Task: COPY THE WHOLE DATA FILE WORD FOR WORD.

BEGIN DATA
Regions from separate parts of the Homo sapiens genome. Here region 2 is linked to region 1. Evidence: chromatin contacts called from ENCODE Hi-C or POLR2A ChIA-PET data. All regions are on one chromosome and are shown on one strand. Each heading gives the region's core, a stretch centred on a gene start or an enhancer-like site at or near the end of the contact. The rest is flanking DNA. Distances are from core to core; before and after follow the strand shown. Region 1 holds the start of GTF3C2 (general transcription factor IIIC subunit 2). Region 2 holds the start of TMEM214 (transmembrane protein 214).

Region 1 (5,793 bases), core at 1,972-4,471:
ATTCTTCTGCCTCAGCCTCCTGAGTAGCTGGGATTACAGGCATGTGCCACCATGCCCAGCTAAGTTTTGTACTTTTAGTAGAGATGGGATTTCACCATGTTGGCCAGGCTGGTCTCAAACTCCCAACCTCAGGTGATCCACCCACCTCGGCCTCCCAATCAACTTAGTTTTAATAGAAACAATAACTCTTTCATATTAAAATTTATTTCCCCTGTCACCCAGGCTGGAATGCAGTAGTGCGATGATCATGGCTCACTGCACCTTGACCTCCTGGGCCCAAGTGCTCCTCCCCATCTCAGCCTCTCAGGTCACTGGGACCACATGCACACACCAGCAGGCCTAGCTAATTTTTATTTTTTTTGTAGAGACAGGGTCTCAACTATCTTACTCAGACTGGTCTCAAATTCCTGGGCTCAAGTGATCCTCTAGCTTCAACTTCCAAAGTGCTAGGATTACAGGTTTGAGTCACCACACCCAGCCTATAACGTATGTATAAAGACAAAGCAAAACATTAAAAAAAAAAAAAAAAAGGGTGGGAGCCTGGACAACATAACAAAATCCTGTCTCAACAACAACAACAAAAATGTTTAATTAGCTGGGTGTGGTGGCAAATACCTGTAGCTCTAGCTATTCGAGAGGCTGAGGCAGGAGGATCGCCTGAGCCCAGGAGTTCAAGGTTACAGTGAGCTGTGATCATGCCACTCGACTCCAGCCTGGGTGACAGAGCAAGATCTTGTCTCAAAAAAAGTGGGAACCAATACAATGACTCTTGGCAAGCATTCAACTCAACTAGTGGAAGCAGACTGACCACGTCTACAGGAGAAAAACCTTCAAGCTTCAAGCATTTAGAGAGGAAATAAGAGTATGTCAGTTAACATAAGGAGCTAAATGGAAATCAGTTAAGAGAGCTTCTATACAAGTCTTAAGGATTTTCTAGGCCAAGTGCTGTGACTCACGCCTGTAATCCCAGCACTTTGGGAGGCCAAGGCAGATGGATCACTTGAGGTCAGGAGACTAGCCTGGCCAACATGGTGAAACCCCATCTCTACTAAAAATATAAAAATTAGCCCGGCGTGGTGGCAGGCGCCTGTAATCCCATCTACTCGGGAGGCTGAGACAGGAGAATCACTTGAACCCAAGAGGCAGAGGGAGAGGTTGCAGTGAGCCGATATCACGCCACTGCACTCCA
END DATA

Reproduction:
Regions from separate parts of the Homo sapiens genome. Here region 2 is linked to region 1. Evidence: chromatin contacts called from ENCODE Hi-C or POLR2A ChIA-PET data. All regions are on one chromosome and are shown on one strand. Each heading gives the region's core, a stretch centred on a gene start or an enhancer-like site at or near the end of the contact. The rest is flanking DNA. Distances are from core to core; before and after follow the strand shown. Region 1 holds the start of GTF3C2 (general transcription factor IIIC subunit 2). Region 2 holds the start of TMEM214 (transmembrane protein 214).

Region 1 (5,793 bases), core at 1,972-4,471:
ATTCTTCTGCCTCAGCCTCCTGAGTAGCTGGGATTACAGGCATGTGCCACCATGCCCAGCTAAGTTTTGTACTTTTAGTAGAGATGGGATTTCACCATGTTGGCCAGGCTGGTCTCAAACTCCCAACCTCAGGTGATCCACCCACCTCGGCCTCCCAATCAACTTAGTTTTAATAGAAACAATAACTCTTTCATATTAAAATTTATTTCCCCTGTCACCCAGGCTGGAATGCAGTAGTGCGATGATCATGGCTCACTGCACCTTGACCTCCTGGGCCCAAGTGCTCCTCCCCATCTCAGCCTCTCAGGTCACTGGGACCACATGCACACACCAGCAGGCCTAGCTAATTTTTATTTTTTTTGTAGAGACAGGGTCTCAACTATCTTACTCAGACTGGTCTCAAATTCCTGGGCTCAAGTGATCCTCTAGCTTCAACTTCCAAAGTGCTAGGATTACAGGTTTGAGTCACCACACCCAGCCTATAACGTATGTATAAAGACAAAGCAAAACATTAAAAAAAAAAAAAAAAAGGGTGGGAGCCTGGACAACATAACAAAATCCTGTCTCAACAACAACAACAAAAATGTTTAATTAGCTGGGTGTGGTGGCAAATACCTGTAGCTCTAGCTATTCGAGAGGCTGAGGCAGGAGGATCGCCTGAGCCCAGGAGTTCAAGGTTACAGTGAGCTGTGATCATGCCACTCGACTCCAGCCTGGGTGACAGAGCAAGATCTTGTCTCAAAAAAAGTGGGAACCAATACAATGACTCTTGGCAAGCATTCAACTCAACTAGTGGAAGCAGACTGACCACGTCTACAGGAGAAAAACCTTCAAGCTTCAAGCATTTAGAGAGGAAATAAGAGTATGTCAGTTAACATAAGGAGCTAAATGGAAATCAGTTAAGAGAGCTTCTATACAAGTCTTAAGGATTTTCTAGGCCAAGTGCTGTGACTCACGCCTGTAATCCCAGCACTTTGGGAGGCCAAGGCAGATGGATCACTTGAGGTCAGGAGACTAGCCTGGCCAACATGGTGAAACCCCATCTCTACTAAAAATATAAAAATTAGCCCGGCGTGGTGGCAGGCGCCTGTAATCCCATCTACTCGGGAGGCTGAGACAGGAGAATCACTTGAACCCAAGAGGCAGAGGGAGAGGTTGCAGTGAGCCGATATCACGCCACTGCACTCCA